WoT’s Dragon Reborn Reveal Was Disappointing (If You’ve Not Read The Books)


The reveal of Rand al’Thor as the Dragon Reborn at the end of The Wheel of Time season 1 may not have been a big surprise, but it was disappointing, particularly for viewers who hadn’t read the books that the Prime Video series is based on. The revelation was faithful to the source material, in which Rand is the Dragon, but the show has also changed so much from Robert Jordan’s original story and had teased things going in a much more interesting direction with its adaptation.

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In the world of The Wheel of Time, the Dragon Reborn is a prophesied figure who is the reincarnation of the legendary Dragon Lews Therin. Moraine believes that the Dragon Reborn is fated to both save and destroy the world and be a key figure in the battle between light and dark. While there were always hints that Rand was the Dragon Reborn, the series and its promotional material went out of the way to suggest that one of the other four youths Moraine takes from Emond’s Field might turn out to be the Dragon.

In the season 1 finale of The Wheel of Time, Moiraine realizes that Rand is the true Dragon, leading to his first confrontation with the Dark One. This is true to the books and was perhaps seen as necessary to avoid rewriting the source material even more drastically. However, from the perspective of someone only viewing the streaming series, Rand is probably the least interesting choice for the Dragon, creating an element of disappointment going into The Wheel of Time season 2.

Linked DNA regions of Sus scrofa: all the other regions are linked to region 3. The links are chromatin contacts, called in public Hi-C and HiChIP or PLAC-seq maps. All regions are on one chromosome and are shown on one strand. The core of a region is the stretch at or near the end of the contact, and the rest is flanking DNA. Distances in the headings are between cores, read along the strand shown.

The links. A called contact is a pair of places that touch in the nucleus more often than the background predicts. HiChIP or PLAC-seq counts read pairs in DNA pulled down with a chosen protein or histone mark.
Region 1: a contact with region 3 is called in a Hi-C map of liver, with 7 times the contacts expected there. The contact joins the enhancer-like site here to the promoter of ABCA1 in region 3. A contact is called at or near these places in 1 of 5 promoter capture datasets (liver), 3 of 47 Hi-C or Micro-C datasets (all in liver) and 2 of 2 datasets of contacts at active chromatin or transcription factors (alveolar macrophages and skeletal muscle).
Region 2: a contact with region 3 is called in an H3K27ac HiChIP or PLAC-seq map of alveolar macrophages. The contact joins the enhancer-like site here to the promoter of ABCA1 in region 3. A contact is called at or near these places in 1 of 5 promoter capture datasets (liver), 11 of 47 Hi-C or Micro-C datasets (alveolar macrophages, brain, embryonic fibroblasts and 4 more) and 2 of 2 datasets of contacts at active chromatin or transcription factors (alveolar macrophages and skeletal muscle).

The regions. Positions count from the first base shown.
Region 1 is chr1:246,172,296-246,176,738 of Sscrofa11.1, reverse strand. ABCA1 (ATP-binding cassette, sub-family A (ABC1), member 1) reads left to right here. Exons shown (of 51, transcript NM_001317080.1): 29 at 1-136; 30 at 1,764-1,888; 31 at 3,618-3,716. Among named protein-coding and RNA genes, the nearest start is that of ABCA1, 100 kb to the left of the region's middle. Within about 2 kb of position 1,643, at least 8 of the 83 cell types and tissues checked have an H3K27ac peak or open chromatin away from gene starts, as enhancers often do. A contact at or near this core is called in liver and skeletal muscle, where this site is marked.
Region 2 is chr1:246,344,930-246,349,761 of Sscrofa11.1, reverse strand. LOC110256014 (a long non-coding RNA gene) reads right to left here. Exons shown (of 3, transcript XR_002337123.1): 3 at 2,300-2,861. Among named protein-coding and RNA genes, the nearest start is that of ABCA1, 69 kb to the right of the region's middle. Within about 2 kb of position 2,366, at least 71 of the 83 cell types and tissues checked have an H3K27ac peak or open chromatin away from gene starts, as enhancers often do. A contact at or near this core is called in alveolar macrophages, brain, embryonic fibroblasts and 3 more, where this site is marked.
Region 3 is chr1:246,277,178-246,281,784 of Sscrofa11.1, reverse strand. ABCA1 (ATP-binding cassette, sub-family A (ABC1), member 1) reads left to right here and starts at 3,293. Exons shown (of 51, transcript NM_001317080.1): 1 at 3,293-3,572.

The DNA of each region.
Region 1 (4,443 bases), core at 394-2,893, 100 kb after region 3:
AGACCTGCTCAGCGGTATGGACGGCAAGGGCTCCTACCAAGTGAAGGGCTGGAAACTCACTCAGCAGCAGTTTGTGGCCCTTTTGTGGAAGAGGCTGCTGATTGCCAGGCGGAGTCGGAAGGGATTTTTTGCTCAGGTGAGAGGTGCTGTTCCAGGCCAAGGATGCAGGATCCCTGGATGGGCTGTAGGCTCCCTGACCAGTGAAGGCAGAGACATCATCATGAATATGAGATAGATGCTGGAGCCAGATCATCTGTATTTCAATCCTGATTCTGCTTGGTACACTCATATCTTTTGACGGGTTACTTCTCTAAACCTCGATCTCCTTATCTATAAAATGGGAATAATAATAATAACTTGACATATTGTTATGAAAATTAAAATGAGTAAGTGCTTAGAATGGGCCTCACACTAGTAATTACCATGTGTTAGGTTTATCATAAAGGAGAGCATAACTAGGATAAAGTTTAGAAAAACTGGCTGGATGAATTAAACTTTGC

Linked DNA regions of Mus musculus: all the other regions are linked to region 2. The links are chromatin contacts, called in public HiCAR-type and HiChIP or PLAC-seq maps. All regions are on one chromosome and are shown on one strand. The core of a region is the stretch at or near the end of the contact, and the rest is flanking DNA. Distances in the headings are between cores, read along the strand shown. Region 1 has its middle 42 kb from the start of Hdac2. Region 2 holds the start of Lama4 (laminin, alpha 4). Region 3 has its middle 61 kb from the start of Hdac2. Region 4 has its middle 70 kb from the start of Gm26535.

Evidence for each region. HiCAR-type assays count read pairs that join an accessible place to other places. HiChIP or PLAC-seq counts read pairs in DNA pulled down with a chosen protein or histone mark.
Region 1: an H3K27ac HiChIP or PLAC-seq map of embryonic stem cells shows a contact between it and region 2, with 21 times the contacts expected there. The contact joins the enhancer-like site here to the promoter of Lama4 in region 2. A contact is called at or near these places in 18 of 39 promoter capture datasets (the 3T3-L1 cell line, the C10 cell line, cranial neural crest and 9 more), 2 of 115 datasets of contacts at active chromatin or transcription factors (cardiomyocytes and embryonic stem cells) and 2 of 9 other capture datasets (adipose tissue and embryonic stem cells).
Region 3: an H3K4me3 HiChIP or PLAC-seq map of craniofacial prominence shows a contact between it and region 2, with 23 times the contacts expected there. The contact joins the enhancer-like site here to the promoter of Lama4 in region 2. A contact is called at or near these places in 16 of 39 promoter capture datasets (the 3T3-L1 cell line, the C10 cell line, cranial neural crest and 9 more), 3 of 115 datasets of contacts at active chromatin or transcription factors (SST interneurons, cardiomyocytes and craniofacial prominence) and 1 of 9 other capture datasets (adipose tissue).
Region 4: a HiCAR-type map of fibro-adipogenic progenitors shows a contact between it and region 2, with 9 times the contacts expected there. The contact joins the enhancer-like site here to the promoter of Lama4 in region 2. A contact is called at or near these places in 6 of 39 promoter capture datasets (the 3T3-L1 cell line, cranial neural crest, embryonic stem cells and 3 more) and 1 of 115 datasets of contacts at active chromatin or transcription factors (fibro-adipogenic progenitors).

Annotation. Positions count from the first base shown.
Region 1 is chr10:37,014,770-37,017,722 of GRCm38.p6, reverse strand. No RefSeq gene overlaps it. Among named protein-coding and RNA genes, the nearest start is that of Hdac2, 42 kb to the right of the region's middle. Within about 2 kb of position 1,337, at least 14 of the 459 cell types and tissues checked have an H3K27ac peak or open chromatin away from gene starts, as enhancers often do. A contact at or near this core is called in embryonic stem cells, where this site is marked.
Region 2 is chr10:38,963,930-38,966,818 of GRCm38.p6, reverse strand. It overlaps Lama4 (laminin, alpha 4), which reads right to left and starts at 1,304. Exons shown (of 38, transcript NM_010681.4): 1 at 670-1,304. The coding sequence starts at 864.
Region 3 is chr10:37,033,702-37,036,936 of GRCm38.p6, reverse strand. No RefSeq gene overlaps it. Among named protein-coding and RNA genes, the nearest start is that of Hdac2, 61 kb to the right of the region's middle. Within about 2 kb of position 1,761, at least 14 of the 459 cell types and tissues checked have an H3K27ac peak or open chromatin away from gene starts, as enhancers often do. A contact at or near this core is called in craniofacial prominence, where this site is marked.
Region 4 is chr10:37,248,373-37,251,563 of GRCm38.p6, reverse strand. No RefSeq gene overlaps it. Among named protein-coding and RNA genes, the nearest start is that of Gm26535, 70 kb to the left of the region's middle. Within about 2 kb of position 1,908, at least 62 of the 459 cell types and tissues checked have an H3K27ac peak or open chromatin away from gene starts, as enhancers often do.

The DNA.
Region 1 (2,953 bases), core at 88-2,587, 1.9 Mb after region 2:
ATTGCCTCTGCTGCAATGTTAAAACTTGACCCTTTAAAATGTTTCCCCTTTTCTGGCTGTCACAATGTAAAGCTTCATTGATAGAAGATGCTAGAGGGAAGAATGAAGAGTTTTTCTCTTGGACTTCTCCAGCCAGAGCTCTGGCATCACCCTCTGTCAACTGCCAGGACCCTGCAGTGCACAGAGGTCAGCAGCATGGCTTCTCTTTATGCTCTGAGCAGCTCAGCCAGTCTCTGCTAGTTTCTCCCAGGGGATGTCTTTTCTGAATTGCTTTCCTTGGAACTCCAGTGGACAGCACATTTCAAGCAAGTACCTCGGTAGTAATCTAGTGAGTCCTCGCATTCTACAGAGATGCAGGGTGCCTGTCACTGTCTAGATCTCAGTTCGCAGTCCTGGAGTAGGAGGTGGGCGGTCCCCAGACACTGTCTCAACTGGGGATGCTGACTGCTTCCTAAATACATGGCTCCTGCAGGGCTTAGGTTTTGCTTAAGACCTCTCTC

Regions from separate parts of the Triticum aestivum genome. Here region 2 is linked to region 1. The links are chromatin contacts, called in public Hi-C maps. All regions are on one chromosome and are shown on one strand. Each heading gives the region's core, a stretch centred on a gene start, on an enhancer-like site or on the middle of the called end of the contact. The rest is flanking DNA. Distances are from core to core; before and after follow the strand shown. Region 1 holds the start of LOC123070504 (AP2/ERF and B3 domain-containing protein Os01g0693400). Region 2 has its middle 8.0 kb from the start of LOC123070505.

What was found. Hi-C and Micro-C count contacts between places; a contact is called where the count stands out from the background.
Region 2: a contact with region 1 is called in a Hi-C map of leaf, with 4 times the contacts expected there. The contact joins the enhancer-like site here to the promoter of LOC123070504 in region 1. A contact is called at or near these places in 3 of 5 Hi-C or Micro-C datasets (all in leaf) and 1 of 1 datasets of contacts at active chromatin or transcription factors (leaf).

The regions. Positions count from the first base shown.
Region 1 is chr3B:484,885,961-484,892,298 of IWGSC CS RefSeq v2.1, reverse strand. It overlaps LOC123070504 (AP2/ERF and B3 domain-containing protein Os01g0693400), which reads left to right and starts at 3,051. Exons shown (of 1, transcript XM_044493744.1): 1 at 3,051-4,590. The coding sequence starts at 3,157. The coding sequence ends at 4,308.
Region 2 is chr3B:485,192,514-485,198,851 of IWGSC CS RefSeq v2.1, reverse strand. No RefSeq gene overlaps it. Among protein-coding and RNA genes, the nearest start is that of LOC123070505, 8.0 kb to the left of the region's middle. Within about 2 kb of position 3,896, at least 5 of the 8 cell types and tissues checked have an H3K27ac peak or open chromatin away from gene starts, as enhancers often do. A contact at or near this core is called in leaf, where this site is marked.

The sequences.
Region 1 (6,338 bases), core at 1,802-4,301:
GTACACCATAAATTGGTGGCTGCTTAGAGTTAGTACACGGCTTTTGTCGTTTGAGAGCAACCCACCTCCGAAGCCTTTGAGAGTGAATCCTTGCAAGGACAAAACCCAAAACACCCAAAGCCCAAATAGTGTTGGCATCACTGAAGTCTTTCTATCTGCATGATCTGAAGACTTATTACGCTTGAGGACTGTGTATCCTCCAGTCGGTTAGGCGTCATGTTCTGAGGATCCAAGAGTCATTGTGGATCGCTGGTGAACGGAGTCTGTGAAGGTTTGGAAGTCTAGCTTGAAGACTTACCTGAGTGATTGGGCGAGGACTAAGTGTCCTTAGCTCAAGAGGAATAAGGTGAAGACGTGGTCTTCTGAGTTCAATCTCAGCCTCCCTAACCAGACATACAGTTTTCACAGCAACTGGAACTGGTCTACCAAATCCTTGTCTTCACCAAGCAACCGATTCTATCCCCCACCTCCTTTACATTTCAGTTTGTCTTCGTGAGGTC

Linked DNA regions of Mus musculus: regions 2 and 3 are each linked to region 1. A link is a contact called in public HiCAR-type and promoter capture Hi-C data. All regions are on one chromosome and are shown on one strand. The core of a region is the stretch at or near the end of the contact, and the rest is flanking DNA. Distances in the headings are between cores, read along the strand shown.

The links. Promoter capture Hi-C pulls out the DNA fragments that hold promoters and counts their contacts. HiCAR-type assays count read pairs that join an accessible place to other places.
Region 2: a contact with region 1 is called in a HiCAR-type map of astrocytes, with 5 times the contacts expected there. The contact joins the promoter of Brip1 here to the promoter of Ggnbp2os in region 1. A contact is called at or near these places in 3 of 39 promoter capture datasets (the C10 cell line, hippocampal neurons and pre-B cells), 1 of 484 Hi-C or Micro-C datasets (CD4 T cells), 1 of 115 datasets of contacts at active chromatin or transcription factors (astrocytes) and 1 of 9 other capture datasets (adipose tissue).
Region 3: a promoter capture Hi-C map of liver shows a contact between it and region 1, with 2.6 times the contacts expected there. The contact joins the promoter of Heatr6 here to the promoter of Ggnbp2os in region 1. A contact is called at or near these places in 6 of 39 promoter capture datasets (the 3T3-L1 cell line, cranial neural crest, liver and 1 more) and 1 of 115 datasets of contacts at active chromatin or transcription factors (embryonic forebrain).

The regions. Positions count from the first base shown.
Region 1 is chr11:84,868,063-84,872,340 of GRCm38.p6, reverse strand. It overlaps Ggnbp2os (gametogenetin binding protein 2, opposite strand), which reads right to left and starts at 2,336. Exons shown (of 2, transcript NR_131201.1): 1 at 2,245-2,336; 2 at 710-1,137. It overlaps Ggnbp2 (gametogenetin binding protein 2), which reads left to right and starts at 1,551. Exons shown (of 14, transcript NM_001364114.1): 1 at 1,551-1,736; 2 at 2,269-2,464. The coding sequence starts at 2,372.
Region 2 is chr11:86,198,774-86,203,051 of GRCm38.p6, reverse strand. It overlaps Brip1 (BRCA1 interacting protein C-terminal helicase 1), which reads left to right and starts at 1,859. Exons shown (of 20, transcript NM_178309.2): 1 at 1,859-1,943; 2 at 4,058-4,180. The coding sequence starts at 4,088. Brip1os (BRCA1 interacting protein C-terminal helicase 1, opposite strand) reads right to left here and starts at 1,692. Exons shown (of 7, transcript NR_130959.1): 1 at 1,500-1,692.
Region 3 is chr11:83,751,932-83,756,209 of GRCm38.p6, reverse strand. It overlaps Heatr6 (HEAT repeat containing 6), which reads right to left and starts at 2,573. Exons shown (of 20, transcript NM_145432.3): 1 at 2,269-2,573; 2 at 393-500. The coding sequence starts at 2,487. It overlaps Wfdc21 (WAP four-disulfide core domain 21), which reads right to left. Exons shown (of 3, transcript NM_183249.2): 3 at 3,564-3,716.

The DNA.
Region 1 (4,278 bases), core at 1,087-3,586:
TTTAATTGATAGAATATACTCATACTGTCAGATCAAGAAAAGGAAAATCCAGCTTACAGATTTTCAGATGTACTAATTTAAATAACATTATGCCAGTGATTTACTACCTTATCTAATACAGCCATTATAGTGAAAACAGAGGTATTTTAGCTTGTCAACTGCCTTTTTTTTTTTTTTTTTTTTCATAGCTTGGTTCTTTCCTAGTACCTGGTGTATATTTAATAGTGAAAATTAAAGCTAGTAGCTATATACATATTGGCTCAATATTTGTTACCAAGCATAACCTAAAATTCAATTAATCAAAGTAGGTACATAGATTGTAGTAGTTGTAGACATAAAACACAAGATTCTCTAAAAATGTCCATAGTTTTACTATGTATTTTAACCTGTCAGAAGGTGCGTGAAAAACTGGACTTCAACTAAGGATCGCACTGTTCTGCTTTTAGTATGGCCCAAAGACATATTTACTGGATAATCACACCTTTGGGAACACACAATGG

How Amazon’s Wheel Of Time Show Changed The Dragon Reborn

In Robert Jordan’s The Eye of the World, which is the basis of the first season of Amazon Prime Video’s Wheel of Time series, Moiraine only considers Rand, Perrin, and Mat as possible Dragons. The Dragon is presented as being an exclusively male figure in the gendered schema of Jordan’s magic system, and his association with the male inability to control the One Power without going insane is part of what makes him such a threat to light and dark alike. In fact, it was Lews’s attempt to seal away the dark ones that led to the corruption of the male force of “saidin” and the end of male Aes Sedai.

However, Amazon’s Wheel of Time teases that Egwene or Nynaeve could also be the Dragon Reborn. In promotional appearances prior to the series’ release, its creators teased that the Dragon Reborn’s identity was a mystery and stated that it could be a female character or someone different from the books. There are also suggestions that there have been female False Dragons in the past, claiming the mantle of the legendary figure. These teases are a major factor as to why the series’ decision to have Rand be the Dragon after all was so disappointing, as the teases of something more interesting made sticking with the books’ choice feel overly safe.

Why Wheel Of Time Revealing Rand As The Dragon Was Disappointing

Amazon’s Prime Video Wheel of Time series had already signaled that it is willing to make major changes to Jordan’s source material, including leaving out characters from The Eye of the Worldand making its core cast more diverse and slightly older than in the original novels. However, making another character the Dragon would have been an even bigger and bolder shift that would make both book readers and show-only fans unsure of what was to come.